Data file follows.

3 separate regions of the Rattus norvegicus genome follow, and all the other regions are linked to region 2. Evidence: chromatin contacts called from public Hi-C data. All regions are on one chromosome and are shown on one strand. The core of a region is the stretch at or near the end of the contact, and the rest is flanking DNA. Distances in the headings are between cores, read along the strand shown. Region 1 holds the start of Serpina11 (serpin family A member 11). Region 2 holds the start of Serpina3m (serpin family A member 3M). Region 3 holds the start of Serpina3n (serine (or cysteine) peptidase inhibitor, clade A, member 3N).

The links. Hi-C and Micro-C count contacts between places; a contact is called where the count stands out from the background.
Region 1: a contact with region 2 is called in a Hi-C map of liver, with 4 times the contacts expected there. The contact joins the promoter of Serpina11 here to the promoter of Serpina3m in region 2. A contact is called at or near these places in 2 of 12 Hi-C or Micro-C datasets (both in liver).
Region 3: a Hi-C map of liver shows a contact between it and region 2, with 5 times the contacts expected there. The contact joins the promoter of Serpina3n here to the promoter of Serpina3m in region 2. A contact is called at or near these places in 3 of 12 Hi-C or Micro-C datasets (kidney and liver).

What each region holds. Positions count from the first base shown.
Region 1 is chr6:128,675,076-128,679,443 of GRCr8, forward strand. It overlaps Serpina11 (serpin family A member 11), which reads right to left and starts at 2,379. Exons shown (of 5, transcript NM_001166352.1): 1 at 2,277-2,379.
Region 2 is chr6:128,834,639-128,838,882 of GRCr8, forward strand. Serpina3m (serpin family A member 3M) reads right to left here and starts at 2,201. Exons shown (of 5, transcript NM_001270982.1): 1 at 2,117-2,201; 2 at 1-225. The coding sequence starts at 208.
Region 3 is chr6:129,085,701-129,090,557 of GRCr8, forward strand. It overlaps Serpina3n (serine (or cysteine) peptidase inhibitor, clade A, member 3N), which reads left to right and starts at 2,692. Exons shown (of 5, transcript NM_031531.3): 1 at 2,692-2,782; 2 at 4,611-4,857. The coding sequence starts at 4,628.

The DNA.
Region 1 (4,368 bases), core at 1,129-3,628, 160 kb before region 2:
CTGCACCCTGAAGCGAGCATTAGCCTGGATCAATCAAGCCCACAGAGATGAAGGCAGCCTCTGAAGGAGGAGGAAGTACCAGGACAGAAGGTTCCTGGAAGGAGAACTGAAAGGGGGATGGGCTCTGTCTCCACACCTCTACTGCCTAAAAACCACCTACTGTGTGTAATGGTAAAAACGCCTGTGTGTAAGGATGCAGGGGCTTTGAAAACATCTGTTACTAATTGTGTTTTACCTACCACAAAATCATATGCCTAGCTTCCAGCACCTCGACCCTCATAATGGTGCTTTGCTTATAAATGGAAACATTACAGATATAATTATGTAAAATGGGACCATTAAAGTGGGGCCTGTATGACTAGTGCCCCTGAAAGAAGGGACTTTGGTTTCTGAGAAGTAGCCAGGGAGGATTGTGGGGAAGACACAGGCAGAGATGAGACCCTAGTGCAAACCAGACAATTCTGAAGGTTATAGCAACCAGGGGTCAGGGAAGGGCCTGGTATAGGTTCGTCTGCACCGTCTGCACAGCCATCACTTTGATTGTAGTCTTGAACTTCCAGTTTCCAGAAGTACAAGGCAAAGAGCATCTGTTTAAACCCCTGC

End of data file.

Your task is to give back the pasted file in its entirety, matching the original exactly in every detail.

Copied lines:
3 separate regions of the Rattus norvegicus genome follow, and all the other regions are linked to region 2. Evidence: chromatin contacts called from public Hi-C data. All regions are on one chromosome and are shown on one strand. The core of a region is the stretch at or near the end of the contact, and the rest is flanking DNA. Distances in the headings are between cores, read along the strand shown. Region 1 holds the start of Serpina11 (serpin family A member 11). Region 2 holds the start of Serpina3m (serpin family A member 3M). Region 3 holds the start of Serpina3n (serine (or cysteine) peptidase inhibitor, clade A, member 3N).

The links. Hi-C and Micro-C count contacts between places; a contact is called where the count stands out from the background.
Region 1: a contact with region 2 is called in a Hi-C map of liver, with 4 times the contacts expected there. The contact joins the promoter of Serpina11 here to the promoter of Serpina3m in region 2. A contact is called at or near these places in 2 of 12 Hi-C or Micro-C datasets (both in liver).
Region 3: a Hi-C map of liver shows a contact between it and region 2, with 5 times the contacts expected there. The contact joins the promoter of Serpina3n here to the promoter of Serpina3m in region 2. A contact is called at or near these places in 3 of 12 Hi-C or Micro-C datasets (kidney and liver).

What each region holds. Positions count from the first base shown.
Region 1 is chr6:128,675,076-128,679,443 of GRCr8, forward strand. It overlaps Serpina11 (serpin family A member 11), which reads right to left and starts at 2,379. Exons shown (of 5, transcript NM_001166352.1): 1 at 2,277-2,379.
Region 2 is chr6:128,834,639-128,838,882 of GRCr8, forward strand. Serpina3m (serpin family A member 3M) reads right to left here and starts at 2,201. Exons shown (of 5, transcript NM_001270982.1): 1 at 2,117-2,201; 2 at 1-225. The coding sequence starts at 208.
Region 3 is chr6:129,085,701-129,090,557 of GRCr8, forward strand. It overlaps Serpina3n (serine (or cysteine) peptidase inhibitor, clade A, member 3N), which reads left to right and starts at 2,692. Exons shown (of 5, transcript NM_031531.3): 1 at 2,692-2,782; 2 at 4,611-4,857. The coding sequence starts at 4,628.

The DNA.
Region 1 (4,368 bases), core at 1,129-3,628, 160 kb before region 2:
CTGCACCCTGAAGCGAGCATTAGCCTGGATCAATCAAGCCCACAGAGATGAAGGCAGCCTCTGAAGGAGGAGGAAGTACCAGGACAGAAGGTTCCTGGAAGGAGAACTGAAAGGGGGATGGGCTCTGTCTCCACACCTCTACTGCCTAAAAACCACCTACTGTGTGTAATGGTAAAAACGCCTGTGTGTAAGGATGCAGGGGCTTTGAAAACATCTGTTACTAATTGTGTTTTACCTACCACAAAATCATATGCCTAGCTTCCAGCACCTCGACCCTCATAATGGTGCTTTGCTTATAAATGGAAACATTACAGATATAATTATGTAAAATGGGACCATTAAAGTGGGGCCTGTATGACTAGTGCCCCTGAAAGAAGGGACTTTGGTTTCTGAGAAGTAGCCAGGGAGGATTGTGGGGAAGACACAGGCAGAGATGAGACCCTAGTGCAAACCAGACAATTCTGAAGGTTATAGCAACCAGGGGTCAGGGAAGGGCCTGGTATAGGTTCGTCTGCACCGTCTGCACAGCCATCACTTTGATTGTAGTCTTGAACTTCCAGTTTCCAGAAGTACAAGGCAAAGAGCATCTGTTTAAACCCCTGC